annual British American Project were overwhelmingly for Obama. With
the election less than 72 hours in the rearview mirror, the fervor was
particularly intense. In the spirit of open discourse, I introduced
myself as "the only person in West Philadelphia who voted for McCain,"
just to put out there that there was at least one person who didn't
vote for Obama. My remark got some hisses and some incredulous looks,
but also some pats on the back, both from fellow Republicans as well
as from Obamaniacs who appreciated my desire to ensure a balanced
As the conference progressed, I also detected some anti-Christian and
anti-capitalist biases, which similarly threatened to shut down
healthy conversation. Again I outed myself - as much as I'm unashamed
of saying I'm a Republican, I'm even more openly Christian and
capitalist - and again I got jeers, albeit in good humor. But mission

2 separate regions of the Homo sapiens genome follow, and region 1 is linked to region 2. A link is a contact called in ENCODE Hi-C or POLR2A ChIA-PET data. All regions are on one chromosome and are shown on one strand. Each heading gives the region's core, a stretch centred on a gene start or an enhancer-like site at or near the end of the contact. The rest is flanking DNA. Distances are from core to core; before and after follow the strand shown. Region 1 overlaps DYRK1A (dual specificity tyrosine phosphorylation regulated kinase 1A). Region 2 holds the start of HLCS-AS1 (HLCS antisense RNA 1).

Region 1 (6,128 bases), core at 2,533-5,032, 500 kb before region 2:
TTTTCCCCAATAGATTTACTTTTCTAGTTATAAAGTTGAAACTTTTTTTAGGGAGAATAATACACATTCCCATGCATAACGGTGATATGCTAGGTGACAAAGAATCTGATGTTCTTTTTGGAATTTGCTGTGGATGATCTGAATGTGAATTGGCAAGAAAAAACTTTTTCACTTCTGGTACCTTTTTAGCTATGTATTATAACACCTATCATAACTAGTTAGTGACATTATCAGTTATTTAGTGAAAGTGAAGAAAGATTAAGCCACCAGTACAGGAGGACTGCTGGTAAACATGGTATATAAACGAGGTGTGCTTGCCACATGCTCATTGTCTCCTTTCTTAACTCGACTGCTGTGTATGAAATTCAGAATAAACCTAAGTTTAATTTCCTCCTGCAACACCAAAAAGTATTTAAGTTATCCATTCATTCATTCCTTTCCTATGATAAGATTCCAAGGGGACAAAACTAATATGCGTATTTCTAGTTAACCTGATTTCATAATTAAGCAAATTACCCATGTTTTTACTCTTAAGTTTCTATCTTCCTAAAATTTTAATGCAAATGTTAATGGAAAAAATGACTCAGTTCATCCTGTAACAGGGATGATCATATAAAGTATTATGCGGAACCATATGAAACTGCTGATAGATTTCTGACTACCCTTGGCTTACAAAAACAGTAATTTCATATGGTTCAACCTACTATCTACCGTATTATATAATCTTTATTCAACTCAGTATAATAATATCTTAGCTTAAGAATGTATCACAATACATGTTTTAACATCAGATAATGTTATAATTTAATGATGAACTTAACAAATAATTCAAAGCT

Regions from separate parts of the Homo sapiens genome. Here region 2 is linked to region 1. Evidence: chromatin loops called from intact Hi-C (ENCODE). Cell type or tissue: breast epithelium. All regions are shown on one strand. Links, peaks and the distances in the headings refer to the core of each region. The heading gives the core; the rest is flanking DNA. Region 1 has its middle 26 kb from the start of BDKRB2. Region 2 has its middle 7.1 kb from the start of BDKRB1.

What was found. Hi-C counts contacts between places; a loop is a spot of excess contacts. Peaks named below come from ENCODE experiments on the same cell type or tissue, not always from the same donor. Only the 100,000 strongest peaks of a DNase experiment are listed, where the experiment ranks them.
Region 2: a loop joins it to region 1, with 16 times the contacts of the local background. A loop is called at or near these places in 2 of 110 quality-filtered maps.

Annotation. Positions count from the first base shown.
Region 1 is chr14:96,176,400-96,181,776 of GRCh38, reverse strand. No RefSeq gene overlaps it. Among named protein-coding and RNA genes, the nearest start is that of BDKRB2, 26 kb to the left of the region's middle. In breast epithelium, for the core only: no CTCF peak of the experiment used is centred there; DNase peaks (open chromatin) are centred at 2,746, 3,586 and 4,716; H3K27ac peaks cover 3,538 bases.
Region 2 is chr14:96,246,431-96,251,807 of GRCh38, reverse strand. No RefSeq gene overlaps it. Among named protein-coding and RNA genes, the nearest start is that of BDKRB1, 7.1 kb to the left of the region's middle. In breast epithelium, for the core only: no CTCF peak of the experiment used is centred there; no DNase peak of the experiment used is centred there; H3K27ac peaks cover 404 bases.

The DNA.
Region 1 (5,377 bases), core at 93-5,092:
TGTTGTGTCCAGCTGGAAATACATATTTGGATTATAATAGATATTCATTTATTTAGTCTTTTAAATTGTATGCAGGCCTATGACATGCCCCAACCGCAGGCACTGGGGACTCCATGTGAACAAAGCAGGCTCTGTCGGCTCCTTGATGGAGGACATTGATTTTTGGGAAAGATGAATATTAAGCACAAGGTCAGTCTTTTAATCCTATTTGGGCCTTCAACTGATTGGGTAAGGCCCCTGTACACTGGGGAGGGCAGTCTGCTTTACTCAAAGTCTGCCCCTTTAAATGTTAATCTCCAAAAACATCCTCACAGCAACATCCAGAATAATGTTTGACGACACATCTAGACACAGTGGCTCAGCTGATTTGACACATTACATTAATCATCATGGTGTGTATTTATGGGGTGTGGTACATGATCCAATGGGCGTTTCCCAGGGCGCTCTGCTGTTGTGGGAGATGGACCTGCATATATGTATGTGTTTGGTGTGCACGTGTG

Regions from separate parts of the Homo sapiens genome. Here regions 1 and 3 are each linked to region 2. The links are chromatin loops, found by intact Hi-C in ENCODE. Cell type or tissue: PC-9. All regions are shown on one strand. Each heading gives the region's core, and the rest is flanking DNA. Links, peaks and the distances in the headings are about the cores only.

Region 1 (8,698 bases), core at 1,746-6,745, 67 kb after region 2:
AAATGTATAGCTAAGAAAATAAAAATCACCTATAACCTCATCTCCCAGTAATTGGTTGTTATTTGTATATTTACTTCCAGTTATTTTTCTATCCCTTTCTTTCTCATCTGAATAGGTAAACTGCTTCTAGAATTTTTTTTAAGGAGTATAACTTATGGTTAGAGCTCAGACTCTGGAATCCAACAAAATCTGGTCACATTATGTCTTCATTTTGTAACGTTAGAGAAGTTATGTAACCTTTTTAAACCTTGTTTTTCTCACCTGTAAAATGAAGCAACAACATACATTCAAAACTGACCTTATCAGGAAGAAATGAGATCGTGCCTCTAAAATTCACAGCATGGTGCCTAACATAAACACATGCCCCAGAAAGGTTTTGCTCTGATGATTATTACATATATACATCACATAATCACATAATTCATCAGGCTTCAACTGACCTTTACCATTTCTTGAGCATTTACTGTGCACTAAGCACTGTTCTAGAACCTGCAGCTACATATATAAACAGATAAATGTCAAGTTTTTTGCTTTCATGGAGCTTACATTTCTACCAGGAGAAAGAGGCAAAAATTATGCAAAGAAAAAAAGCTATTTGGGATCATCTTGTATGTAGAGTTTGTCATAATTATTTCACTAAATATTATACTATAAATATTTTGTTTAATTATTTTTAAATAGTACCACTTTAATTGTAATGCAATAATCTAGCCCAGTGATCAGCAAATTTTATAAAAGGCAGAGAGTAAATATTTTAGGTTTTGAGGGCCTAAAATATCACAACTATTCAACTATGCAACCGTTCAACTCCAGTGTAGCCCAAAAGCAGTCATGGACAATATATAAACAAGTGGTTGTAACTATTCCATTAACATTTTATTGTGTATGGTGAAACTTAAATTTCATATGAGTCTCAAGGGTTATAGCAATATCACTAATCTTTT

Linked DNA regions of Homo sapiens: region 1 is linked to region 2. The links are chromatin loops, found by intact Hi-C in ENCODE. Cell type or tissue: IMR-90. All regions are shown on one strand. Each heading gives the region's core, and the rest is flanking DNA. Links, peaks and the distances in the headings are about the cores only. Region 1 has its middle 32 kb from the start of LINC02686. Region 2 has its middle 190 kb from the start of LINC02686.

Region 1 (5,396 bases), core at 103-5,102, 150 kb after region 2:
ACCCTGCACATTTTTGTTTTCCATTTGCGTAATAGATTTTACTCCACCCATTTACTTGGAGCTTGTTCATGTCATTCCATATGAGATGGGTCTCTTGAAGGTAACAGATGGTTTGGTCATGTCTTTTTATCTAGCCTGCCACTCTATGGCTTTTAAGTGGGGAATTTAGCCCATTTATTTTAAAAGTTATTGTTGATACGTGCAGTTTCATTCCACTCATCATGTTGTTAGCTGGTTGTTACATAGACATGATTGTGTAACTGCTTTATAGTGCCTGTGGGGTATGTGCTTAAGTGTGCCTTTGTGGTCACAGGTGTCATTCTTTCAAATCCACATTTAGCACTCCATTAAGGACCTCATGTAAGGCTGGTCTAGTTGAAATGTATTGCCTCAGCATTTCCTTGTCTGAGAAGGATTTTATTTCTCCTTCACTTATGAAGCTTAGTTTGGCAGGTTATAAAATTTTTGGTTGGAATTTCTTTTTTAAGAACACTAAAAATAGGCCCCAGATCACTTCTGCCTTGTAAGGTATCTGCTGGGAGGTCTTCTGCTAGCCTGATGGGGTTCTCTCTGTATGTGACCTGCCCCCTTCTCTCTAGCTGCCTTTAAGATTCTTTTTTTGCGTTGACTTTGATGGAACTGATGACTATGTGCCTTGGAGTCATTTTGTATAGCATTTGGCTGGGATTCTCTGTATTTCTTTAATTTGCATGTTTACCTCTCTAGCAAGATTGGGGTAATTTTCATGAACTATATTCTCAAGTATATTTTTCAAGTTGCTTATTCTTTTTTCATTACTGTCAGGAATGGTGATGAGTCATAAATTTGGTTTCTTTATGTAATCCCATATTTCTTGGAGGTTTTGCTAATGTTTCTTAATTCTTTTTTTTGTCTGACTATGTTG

accomplished: I may have represented the minority perspective on all
three fronts, but the dialogue was respectful and gracious.
I suppose I don't mind and may even relish being triply villainous. I
would hope that where I am in the majority on an issue, I would be
accepting of the perspective of the opposing side, not in the least
because I might actually learn from it. This past week, when I was
the one in the minority, I certainly learned from others' vocal
stances, and my hope is that others also learned from me. Isn't that
what these cross-cultural exchanges are all about?